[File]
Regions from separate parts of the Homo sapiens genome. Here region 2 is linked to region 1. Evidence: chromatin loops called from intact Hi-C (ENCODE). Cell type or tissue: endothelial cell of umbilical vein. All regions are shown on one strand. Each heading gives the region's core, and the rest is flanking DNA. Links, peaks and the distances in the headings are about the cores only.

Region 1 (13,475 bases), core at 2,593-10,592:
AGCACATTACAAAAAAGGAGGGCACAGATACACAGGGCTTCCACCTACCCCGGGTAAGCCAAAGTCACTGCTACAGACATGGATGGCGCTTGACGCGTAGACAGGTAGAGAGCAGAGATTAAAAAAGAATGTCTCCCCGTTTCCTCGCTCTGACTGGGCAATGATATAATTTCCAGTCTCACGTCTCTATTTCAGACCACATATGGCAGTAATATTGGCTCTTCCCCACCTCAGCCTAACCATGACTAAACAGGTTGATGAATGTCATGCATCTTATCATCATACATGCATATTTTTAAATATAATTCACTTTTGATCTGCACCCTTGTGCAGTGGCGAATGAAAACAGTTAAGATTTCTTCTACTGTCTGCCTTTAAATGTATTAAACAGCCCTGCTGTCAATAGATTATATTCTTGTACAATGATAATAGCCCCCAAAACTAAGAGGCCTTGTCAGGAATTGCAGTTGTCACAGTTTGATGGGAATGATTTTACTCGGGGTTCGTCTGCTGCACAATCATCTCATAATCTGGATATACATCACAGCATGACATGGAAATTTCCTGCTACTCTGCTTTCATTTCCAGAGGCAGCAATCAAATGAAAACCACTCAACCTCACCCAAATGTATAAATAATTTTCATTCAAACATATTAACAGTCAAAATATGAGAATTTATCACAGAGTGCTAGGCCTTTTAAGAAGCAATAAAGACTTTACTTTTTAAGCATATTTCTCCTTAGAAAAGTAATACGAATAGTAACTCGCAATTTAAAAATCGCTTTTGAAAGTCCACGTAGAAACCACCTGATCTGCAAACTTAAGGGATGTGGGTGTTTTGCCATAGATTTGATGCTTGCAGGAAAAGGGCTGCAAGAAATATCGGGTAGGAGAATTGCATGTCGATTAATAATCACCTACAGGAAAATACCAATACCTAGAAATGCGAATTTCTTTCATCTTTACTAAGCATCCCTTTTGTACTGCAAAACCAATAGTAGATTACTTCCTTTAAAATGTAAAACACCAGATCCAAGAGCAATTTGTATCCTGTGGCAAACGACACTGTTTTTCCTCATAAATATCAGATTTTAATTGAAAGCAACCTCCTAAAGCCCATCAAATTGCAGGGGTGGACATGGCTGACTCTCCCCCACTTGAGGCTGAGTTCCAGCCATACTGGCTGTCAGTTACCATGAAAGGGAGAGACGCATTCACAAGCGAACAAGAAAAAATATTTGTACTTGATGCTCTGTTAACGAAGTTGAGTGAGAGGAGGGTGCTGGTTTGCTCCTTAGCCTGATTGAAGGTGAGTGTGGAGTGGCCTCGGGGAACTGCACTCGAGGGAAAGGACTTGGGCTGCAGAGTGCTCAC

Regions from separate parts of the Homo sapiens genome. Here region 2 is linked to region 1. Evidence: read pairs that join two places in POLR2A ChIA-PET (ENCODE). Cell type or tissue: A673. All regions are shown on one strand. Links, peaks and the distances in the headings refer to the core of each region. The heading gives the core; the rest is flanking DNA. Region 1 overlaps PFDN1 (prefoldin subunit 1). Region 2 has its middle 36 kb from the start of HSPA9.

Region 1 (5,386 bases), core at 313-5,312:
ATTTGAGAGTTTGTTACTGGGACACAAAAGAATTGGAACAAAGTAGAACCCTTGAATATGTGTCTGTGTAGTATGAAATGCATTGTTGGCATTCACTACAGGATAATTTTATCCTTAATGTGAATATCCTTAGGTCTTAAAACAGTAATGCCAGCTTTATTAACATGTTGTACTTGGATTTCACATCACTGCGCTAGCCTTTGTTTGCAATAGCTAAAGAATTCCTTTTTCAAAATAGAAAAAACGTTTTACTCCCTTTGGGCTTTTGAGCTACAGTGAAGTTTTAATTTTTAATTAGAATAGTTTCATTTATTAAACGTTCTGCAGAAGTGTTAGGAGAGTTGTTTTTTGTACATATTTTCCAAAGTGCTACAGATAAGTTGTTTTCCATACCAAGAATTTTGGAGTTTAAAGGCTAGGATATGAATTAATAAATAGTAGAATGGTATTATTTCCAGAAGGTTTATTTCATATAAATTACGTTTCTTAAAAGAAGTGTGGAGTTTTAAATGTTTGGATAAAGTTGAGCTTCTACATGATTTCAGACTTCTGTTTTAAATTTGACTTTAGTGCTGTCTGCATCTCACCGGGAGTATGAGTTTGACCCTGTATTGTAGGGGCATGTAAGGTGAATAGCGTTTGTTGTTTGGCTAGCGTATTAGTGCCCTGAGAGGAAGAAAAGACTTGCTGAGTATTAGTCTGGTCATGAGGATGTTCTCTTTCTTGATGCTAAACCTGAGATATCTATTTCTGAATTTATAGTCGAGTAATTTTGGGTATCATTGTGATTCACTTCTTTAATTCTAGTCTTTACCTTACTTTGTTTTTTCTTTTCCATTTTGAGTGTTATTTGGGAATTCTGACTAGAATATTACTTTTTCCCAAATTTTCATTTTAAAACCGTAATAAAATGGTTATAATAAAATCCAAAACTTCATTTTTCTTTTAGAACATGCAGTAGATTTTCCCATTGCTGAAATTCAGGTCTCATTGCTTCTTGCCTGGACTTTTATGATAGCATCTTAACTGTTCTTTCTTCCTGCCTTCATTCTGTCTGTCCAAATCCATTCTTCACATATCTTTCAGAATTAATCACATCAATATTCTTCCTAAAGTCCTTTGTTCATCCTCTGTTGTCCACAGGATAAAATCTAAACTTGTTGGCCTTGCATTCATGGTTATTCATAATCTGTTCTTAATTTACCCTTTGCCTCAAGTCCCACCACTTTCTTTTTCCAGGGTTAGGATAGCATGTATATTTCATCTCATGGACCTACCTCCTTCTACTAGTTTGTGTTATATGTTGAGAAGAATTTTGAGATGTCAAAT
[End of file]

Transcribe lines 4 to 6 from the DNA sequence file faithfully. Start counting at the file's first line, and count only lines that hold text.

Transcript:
Regions from separate parts of the Homo sapiens genome. Here region 2 is linked to region 1. Evidence: read pairs that join two places in POLR2A ChIA-PET (ENCODE). Cell type or tissue: A673. All regions are shown on one strand. Links, peaks and the distances in the headings refer to the core of each region. The heading gives the core; the rest is flanking DNA. Region 1 overlaps PFDN1 (prefoldin subunit 1). Region 2 has its middle 36 kb from the start of HSPA9.

Region 1 (5,386 bases), core at 313-5,312:
ATTTGAGAGTTTGTTACTGGGACACAAAAGAATTGGAACAAAGTAGAACCCTTGAATATGTGTCTGTGTAGTATGAAATGCATTGTTGGCATTCACTACAGGATAATTTTATCCTTAATGTGAATATCCTTAGGTCTTAAAACAGTAATGCCAGCTTTATTAACATGTTGTACTTGGATTTCACATCACTGCGCTAGCCTTTGTTTGCAATAGCTAAAGAATTCCTTTTTCAAAATAGAAAAAACGTTTTACTCCCTTTGGGCTTTTGAGCTACAGTGAAGTTTTAATTTTTAATTAGAATAGTTTCATTTATTAAACGTTCTGCAGAAGTGTTAGGAGAGTTGTTTTTTGTACATATTTTCCAAAGTGCTACAGATAAGTTGTTTTCCATACCAAGAATTTTGGAGTTTAAAGGCTAGGATATGAATTAATAAATAGTAGAATGGTATTATTTCCAGAAGGTTTATTTCATATAAATTACGTTTCTTAAAAGAAGTGTGGAGTTTTAAATGTTTGGATAAAGTTGAGCTTCTACATGATTTCAGACTTCTGTTTTAAATTTGACTTTAGTGCTGTCTGCATCTCACCGGGAGTATGAGTTTGACCCTGTATTGTAGGGGCATGTAAGGTGAATAGCGTTTGTTGTTTGGCTAGCGTATTAGTGCCCTGAGAGGAAGAAAAGACTTGCTGAGTATTAGTCTGGTCATGAGGATGTTCTCTTTCTTGATGCTAAACCTGAGATATCTATTTCTGAATTTATAGTCGAGTAATTTTGGGTATCATTGTGATTCACTTCTTTAATTCTAGTCTTTACCTTACTTTGTTTTTTCTTTTCCATTTTGAGTGTTATTTGGGAATTCTGACTAGAATATTACTTTTTCCCAAATTTTCATTTTAAAACCGTAATAAAATGGTTATAATAAAATCCAAAACTTCATTTTTCTTTTAGAACATGCAGTAGATTTTCCCATTGCTGAAATTCAGGTCTCATTGCTTCTTGCCTGGACTTTTATGATAGCATCTTAACTGTTCTTTCTTCCTGCCTTCATTCTGTCTGTCCAAATCCATTCTTCACATATCTTTCAGAATTAATCACATCAATATTCTTCCTAAAGTCCTTTGTTCATCCTCTGTTGTCCACAGGATAAAATCTAAACTTGTTGGCCTTGCATTCATGGTTATTCATAATCTGTTCTTAATTTACCCTTTGCCTCAAGTCCCACCACTTTCTTTTTCCAGGGTTAGGATAGCATGTATATTTCATCTCATGGACCTACCTCCTTCTACTAGTTTGTGTTATATGTTGAGAAGAATTTTGAGATGTCAAAT